The history of cable television is marked by moments of entrepreneurial innovation and sheer brilliance. These qualities have built an industry which last year generated nearly $70 billion in revenues and kept millions of Americans entertained and connected. We take much of what the industry has wrought for granted now. But just think of the transcendent power of each of these turning points:
- Stringing wire up a utility pole to bring distant television signals to rural communities.
- Transmitting a television signal 22,000 miles into space to send it back to millions of households around the country.
- Launching a national channel to broadcast the news 24 hours a day.
- Mounting cameras in the chambers of the U.S. Congress to let Americans observe their Congress in action.
- Transforming the Internet into a true tool for information and entertainment by moving data at lightning-fast speeds.
- Starting a 24-hour cable channel to serve African-Americans. Or sports fans. Or kids. Or women.
- Building some of the strongest U.S. brands, from ESPN to Comcast to HBO to Cablevision.
The entrepreneurs who brought us these and countless other innovations built the foundation for today. They're part of what makes cable a great American success story. And this story is just beginning.
This is the spirit we're celebrating in Atlanta this week at the 2006 National Show, the National Cable & Telecommunications Association's 55th annual conference. On the heels of a half-century of progress, today's cable entrepreneurs are making tremendous investments in the telecommunications marketplace — $100 billion in the last 10 years — to offer consumers an array of popular services that didn't even exist a decade ago.
Video-on-demand and digital video recorders have created a world of immediacy. Developing technologies are making our content mobile and portable. Fully featured digital phone service is creating the first viable wired alternative to plain old telephone service — and the first real consumer alternative to the former Bell monopolies.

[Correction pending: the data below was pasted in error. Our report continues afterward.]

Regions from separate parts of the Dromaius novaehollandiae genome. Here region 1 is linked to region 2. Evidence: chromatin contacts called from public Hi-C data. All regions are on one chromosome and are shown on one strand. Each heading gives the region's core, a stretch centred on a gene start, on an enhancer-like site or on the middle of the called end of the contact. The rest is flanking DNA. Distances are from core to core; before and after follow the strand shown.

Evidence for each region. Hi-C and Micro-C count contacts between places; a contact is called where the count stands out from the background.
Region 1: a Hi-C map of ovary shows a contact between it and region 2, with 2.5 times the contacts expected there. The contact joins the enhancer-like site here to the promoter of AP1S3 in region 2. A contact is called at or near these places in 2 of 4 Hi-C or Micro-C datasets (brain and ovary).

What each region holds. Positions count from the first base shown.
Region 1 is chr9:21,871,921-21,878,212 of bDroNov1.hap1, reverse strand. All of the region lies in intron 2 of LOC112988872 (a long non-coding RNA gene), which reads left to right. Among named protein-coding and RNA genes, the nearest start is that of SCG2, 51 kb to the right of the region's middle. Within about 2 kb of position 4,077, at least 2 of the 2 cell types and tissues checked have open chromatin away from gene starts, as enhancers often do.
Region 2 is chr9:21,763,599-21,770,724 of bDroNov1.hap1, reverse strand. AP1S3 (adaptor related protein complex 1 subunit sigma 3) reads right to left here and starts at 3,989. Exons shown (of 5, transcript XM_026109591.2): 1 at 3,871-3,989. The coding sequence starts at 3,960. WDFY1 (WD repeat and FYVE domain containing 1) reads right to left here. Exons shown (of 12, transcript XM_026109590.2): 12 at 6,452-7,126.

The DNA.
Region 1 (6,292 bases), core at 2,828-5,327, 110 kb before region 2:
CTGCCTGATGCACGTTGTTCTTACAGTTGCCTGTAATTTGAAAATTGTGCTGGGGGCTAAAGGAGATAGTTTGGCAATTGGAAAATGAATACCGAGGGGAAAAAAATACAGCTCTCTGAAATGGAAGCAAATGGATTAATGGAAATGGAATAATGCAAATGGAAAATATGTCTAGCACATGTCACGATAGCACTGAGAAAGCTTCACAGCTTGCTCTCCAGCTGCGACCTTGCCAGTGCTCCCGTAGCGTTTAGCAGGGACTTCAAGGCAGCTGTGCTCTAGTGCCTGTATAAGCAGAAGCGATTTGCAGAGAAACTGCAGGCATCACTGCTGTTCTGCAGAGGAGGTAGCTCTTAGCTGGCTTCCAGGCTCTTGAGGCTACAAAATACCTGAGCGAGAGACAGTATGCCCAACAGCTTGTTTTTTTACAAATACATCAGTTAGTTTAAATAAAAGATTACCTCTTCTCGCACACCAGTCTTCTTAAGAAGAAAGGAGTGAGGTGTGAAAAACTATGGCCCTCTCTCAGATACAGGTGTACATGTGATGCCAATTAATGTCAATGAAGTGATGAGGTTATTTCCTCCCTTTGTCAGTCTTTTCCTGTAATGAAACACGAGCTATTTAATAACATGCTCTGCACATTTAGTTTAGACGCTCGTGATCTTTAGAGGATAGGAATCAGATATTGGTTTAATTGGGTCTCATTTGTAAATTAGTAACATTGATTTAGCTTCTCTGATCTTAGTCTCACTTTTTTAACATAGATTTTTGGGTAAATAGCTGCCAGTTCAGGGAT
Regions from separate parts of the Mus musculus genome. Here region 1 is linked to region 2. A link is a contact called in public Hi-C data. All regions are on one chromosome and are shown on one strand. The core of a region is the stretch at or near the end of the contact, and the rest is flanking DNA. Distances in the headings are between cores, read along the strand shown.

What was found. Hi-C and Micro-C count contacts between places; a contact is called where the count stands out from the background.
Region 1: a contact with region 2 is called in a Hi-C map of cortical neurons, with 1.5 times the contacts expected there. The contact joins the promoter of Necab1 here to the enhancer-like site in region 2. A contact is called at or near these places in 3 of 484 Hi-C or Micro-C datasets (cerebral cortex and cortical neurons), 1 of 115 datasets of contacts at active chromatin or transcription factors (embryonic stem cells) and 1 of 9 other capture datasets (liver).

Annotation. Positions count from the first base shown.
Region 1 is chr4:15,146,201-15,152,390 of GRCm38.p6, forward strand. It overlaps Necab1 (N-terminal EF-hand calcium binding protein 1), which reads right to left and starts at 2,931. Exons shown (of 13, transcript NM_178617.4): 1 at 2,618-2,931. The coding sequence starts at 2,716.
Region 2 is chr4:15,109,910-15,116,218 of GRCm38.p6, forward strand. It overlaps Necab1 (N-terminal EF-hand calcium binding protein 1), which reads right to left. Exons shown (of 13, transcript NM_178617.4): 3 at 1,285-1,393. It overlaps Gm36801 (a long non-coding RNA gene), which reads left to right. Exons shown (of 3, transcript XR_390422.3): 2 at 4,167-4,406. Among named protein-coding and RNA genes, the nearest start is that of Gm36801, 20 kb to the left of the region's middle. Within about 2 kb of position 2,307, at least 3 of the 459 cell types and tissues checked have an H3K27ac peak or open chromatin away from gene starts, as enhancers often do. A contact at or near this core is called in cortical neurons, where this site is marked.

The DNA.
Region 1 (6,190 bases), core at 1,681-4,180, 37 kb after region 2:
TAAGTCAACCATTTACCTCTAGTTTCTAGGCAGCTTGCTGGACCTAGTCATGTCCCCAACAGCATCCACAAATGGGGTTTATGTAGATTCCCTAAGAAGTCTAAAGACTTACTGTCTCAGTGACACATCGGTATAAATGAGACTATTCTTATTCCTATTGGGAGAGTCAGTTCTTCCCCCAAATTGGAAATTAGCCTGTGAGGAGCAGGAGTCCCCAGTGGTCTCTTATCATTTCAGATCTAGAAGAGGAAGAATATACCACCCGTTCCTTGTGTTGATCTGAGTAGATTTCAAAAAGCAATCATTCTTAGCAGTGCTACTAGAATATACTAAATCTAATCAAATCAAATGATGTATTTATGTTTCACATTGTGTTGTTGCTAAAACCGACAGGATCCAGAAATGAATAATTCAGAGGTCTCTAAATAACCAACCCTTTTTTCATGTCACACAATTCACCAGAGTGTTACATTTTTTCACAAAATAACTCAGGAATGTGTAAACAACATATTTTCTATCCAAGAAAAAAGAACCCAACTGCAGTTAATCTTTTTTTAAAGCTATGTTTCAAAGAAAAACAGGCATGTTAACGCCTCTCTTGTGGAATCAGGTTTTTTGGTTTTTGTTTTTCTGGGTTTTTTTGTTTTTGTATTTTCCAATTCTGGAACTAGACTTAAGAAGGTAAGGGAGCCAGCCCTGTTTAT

The extension of video gaming onto our broadband and interactive television platforms has created yet another way for people to engage with each other. And the sheer proliferation of content, both scheduled and unscheduled, is dramatically enriching the lives of all Americans.
Cable has clearly demonstrated that innovation and creativity can drive tremendous progress, when nurtured in a regulatory environment that enables companies to grow and to serve customers as best they see fit. That's why the right public-policy choices will let the marketplace drive new services and treat all content providers and distributors fairly and equitably.
A recent industry public-affairs conference proclaimed that cable is “at the crossroads.” In a way, we cross new roads every day, and the choices we make determine success or failure, growth or dissolution.
But across the country — and as evidenced in Atlanta this week — cable's modern-day entrepreneurs keep creating growth through investment, creativity, persistence and innovation.